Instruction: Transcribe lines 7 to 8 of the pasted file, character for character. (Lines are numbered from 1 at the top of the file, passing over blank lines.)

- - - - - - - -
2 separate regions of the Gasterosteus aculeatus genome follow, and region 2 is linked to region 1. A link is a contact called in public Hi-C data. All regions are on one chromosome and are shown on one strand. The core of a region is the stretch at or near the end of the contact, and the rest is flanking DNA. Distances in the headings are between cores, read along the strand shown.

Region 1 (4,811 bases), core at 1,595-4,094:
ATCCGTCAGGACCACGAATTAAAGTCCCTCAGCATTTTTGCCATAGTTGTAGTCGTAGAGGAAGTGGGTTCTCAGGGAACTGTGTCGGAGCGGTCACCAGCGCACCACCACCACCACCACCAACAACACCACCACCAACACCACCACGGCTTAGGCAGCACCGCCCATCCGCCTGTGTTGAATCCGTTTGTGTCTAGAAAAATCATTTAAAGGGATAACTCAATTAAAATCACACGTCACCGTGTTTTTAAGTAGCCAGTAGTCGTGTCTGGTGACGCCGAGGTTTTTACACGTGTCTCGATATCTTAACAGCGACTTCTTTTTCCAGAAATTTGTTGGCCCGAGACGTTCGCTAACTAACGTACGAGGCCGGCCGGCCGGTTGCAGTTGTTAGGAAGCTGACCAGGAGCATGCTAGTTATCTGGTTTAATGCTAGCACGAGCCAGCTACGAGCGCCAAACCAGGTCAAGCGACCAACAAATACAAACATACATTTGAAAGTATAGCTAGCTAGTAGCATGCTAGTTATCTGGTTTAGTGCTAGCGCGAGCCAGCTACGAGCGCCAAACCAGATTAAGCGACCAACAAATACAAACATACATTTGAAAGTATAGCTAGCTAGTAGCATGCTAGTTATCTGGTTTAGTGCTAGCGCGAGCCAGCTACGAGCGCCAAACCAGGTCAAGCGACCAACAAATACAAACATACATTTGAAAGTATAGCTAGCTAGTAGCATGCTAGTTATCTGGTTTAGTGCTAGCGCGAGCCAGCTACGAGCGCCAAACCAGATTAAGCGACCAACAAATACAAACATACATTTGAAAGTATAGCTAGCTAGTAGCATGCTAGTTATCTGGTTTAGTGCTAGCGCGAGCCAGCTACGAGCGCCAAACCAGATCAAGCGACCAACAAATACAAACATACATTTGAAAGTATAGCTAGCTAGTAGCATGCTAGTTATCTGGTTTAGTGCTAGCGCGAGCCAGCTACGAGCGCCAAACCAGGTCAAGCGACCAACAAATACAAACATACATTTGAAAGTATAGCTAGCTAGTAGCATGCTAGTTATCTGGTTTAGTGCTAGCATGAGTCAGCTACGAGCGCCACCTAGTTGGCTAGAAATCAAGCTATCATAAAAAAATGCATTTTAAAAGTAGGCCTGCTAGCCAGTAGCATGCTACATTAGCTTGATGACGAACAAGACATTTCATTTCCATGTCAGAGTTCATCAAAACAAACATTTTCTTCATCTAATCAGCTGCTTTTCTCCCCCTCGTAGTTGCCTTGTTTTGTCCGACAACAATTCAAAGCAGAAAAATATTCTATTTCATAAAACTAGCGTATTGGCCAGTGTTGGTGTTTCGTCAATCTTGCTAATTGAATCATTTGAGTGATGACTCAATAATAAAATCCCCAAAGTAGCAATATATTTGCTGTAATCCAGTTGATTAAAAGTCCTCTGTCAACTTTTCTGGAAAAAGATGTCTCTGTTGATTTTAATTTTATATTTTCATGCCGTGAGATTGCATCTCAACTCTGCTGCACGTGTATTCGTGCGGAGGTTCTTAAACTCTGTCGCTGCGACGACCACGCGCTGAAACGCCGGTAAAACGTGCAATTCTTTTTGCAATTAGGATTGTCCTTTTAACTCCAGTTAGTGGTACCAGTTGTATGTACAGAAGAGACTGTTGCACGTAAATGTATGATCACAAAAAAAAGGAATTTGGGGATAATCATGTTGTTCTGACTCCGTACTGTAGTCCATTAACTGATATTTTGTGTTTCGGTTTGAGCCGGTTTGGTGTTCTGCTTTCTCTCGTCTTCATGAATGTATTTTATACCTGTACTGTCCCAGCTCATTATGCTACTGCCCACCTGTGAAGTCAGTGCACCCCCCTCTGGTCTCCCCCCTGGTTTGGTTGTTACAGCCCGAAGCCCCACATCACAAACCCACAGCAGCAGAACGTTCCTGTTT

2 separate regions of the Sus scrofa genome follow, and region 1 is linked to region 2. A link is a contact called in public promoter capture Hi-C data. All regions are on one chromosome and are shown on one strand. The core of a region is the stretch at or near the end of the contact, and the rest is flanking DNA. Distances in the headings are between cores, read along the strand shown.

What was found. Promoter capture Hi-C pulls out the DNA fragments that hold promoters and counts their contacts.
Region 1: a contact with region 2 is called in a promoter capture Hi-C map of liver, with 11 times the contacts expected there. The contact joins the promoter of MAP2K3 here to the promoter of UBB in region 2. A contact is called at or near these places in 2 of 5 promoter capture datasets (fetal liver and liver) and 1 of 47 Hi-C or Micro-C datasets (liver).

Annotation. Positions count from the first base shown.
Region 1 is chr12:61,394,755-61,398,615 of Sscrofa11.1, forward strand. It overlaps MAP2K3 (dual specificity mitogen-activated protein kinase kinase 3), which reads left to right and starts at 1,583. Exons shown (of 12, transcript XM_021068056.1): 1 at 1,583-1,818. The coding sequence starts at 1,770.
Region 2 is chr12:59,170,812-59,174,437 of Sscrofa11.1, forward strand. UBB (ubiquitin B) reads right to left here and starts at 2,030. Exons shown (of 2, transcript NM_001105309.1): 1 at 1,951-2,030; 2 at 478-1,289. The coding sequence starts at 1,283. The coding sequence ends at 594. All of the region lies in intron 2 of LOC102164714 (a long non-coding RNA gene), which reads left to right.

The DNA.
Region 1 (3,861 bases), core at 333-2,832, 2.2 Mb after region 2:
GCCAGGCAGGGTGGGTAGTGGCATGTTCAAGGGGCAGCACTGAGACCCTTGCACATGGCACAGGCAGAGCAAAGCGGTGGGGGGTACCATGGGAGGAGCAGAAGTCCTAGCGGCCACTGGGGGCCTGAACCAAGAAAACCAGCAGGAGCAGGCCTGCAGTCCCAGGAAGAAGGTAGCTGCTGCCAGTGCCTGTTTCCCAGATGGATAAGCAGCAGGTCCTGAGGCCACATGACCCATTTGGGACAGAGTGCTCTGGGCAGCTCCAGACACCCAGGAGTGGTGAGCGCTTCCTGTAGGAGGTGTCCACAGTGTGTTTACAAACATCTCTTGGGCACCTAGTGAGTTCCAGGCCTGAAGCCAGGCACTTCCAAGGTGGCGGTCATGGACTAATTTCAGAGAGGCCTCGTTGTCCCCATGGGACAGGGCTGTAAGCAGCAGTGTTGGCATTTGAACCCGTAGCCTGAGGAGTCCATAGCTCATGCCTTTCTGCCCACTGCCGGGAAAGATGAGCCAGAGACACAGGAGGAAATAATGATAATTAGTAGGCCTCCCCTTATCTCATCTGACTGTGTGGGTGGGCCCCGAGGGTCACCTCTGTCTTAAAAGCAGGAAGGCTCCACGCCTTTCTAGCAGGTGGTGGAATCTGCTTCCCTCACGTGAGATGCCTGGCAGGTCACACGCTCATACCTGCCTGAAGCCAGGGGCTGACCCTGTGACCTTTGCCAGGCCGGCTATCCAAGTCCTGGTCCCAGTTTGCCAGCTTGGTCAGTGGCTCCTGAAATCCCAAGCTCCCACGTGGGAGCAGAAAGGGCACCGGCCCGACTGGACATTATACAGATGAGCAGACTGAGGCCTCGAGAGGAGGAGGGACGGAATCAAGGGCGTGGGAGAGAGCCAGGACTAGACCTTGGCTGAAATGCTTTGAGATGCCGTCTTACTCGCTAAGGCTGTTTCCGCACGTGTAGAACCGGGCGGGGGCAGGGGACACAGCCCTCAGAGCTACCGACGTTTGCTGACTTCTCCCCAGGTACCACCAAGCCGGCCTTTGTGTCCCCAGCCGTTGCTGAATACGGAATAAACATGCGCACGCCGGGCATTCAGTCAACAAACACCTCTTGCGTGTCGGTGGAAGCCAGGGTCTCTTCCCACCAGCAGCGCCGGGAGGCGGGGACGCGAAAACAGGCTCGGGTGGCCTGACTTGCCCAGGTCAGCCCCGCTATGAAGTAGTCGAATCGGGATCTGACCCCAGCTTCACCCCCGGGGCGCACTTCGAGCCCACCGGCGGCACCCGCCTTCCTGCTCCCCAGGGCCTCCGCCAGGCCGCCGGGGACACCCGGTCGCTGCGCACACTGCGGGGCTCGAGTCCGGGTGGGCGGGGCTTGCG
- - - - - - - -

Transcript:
Annotation. Positions count from the first base shown.
Region 1 is chr12:61,394,755-61,398,615 of Sscrofa11.1, forward strand. It overlaps MAP2K3 (dual specificity mitogen-activated protein kinase kinase 3), which reads left to right and starts at 1,583. Exons shown (of 12, transcript XM_021068056.1): 1 at 1,583-1,818. The coding sequence starts at 1,770.